D. Z. Anderson and J. Feinberg, “Optical novelty filters,” IEEE J. Quantum Electron. 25, 635–647 (1989).
[CrossRef]

J. Appl. Phys. (1)

S. Ducharme and J. Feinberg, “Speed of the photorefractive effect in a BaTiO3 single crystal,” J. Appl. Phys. 56, 839–842 (1984).
[CrossRef]

J. Opt. Soc. Am. B (5)

Opt. Commun. (4)

F. Laeri, T. Tschudi, and J. Albers, “Coherent cw image amplifier and oscillator using two-wave interaction in a BaTiO3 crystal,” Opt. Commun. 47, 387–390 (1983).
[CrossRef]

P. Mathey, P. Jullien, A. Dazzi, and B. Mazué, “Performance evaluation of a photorefractive novelty filter for motion tracking and edge enhancement,” Opt. Commun. 129, 301–310 (1996).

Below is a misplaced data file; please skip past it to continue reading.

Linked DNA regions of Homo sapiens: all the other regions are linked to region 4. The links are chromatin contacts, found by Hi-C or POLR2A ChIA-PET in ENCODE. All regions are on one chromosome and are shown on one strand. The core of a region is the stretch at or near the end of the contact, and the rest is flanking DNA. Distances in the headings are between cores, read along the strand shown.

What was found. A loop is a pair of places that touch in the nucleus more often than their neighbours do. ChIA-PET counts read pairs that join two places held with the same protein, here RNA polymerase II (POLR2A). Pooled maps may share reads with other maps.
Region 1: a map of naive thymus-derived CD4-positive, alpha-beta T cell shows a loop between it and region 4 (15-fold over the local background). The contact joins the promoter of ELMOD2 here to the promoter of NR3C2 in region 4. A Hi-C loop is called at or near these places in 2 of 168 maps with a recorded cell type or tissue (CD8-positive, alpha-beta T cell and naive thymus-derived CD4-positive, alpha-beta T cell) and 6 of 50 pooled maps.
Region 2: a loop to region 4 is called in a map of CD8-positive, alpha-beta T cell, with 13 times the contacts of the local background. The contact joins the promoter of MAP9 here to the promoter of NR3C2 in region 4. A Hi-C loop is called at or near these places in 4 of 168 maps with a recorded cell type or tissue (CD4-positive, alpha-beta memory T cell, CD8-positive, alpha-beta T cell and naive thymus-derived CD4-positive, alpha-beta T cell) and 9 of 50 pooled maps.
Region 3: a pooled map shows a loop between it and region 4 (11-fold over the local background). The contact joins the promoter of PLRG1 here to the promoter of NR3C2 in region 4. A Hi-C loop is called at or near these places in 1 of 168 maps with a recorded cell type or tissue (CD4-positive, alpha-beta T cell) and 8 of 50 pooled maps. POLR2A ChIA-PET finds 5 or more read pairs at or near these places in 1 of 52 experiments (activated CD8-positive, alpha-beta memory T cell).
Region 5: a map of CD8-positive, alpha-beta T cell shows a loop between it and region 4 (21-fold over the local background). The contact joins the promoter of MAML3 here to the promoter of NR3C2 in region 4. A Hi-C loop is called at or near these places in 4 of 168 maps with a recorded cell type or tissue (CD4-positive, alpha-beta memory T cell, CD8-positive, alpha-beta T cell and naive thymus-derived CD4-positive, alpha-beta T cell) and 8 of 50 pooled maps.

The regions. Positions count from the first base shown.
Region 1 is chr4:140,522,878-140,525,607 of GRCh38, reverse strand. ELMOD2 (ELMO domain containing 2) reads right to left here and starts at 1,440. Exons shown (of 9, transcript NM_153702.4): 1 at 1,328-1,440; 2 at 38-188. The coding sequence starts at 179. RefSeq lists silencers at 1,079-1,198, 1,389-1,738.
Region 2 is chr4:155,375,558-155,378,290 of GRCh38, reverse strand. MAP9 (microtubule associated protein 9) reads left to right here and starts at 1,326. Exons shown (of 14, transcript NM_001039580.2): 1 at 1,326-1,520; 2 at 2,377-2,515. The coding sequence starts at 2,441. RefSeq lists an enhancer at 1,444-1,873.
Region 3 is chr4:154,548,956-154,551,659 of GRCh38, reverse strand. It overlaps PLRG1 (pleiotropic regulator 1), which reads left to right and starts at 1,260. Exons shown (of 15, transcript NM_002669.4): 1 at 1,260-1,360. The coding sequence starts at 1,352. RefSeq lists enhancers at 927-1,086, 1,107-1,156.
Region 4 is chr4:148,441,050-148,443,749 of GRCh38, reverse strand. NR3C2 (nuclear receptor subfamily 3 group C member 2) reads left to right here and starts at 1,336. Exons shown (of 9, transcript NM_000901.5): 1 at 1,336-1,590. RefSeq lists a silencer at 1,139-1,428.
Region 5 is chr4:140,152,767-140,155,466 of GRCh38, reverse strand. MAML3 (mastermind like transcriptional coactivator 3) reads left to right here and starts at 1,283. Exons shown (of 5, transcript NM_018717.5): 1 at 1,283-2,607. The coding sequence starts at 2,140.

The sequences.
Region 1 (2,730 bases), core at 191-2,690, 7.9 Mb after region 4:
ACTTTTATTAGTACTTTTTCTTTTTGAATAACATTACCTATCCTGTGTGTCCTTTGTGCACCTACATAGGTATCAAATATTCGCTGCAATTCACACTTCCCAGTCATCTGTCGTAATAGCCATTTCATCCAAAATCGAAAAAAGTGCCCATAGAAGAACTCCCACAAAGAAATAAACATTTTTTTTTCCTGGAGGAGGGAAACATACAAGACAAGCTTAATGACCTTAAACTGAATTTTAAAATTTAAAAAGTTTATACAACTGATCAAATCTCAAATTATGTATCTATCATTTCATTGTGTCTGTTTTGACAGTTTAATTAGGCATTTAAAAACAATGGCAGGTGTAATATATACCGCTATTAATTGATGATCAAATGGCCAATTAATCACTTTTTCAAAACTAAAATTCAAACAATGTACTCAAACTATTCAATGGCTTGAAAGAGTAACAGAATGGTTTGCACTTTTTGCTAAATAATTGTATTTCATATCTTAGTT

[CrossRef]

J. A. Khoury, G. Hussain, and R. W. Eason, “Optical tracking and motion detection using photorefractive detection using photorefractive Bi12SiO20,” Opt. Commun. 71, 138–144 (1989).
[CrossRef]

M. Sedlatschek, T. Rauch, C. Denz, and T. Tschudi, “Generalized theory of the resolution of object tracking novelty filters,” Opt. Commun. 116, 25–30 (1995).
[CrossRef]

Opt. Eng. (2)

D. T. H. Liu and L. J. Cheng, “Resolution of a target-tracking optical novelty filter,” Opt. Eng. 30, 571–576 (1991).
[CrossRef]

Y. Fainman, E. Klancnik, and S. H. Lee, “Optimal coherent image amplification by two-wave coupling in photorefractive BaTiO3,” Opt. Eng. 25, 228–234 (1986).
[CrossRef]

Opt. Lett. (6)

Phys. Status Solidi A (1)

L. Holtmann, “A model for the nonlinear photoconductivity of BaTiO3,” Phys. Status Solidi A 113, 89–93 (1989).
[CrossRef]

Other (2)

B. Jähne, Digital Image Processing (Springer-Verlag, Berlin, 1991).